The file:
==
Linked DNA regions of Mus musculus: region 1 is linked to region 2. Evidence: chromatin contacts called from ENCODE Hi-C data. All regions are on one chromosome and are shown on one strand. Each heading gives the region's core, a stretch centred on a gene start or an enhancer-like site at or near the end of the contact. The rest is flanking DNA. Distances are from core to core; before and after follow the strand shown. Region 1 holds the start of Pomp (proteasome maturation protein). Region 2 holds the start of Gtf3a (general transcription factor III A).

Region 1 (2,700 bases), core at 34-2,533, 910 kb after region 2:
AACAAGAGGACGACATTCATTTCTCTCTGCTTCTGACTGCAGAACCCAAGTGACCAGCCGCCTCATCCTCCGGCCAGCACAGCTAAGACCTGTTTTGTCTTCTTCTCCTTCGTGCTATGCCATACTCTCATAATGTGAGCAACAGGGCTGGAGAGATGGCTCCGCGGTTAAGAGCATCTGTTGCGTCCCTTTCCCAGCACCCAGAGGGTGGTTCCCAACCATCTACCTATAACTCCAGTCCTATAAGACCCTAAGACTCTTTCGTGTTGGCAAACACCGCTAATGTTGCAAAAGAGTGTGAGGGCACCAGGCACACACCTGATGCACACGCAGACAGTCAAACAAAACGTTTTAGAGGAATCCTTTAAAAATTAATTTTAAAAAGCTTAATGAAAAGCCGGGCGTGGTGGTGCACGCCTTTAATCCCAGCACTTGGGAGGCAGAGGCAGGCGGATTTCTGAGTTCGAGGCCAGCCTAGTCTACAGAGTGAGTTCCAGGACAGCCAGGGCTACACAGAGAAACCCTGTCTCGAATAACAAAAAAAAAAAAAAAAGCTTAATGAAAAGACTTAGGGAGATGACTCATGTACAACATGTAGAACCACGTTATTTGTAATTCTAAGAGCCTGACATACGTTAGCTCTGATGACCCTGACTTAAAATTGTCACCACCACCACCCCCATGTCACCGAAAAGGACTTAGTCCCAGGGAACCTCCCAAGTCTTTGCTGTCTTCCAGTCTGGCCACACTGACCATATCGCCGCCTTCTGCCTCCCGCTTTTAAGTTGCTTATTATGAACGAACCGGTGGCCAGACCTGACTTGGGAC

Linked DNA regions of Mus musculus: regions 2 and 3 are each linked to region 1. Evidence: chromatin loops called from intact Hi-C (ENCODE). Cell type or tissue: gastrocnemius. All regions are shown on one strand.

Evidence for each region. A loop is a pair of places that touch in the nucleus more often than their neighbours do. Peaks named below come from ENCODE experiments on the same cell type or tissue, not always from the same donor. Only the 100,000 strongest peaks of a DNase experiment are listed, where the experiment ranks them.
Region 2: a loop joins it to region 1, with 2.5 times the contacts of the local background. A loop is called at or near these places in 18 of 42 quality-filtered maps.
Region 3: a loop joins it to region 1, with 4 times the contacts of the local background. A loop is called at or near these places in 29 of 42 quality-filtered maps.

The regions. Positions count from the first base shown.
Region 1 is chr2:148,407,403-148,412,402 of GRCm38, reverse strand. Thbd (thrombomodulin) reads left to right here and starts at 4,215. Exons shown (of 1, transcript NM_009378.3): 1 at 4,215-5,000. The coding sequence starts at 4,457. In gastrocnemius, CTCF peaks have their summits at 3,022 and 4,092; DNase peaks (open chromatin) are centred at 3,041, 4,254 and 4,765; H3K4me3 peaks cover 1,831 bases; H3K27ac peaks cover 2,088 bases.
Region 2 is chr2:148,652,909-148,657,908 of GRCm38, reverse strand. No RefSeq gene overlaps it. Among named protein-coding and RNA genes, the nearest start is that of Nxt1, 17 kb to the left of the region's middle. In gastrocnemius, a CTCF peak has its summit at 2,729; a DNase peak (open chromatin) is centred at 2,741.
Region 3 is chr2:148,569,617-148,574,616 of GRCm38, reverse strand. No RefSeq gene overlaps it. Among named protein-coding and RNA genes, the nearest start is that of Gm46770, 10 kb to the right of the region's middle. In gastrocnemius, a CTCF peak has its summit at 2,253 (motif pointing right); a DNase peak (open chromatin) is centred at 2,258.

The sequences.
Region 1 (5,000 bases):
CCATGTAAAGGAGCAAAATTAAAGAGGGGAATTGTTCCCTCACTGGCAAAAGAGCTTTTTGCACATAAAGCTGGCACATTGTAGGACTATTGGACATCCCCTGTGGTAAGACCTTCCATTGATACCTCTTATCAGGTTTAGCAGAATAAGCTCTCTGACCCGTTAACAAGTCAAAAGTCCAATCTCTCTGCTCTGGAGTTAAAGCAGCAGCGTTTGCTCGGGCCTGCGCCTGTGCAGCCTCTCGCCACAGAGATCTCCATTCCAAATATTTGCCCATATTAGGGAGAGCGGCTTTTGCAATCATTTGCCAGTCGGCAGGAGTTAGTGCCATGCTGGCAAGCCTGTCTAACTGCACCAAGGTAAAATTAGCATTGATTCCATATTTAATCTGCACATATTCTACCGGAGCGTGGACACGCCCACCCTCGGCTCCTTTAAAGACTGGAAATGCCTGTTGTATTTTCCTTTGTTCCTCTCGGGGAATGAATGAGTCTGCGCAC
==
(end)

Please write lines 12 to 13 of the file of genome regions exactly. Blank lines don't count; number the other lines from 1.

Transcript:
The sequences.
Region 1 (5,000 bases):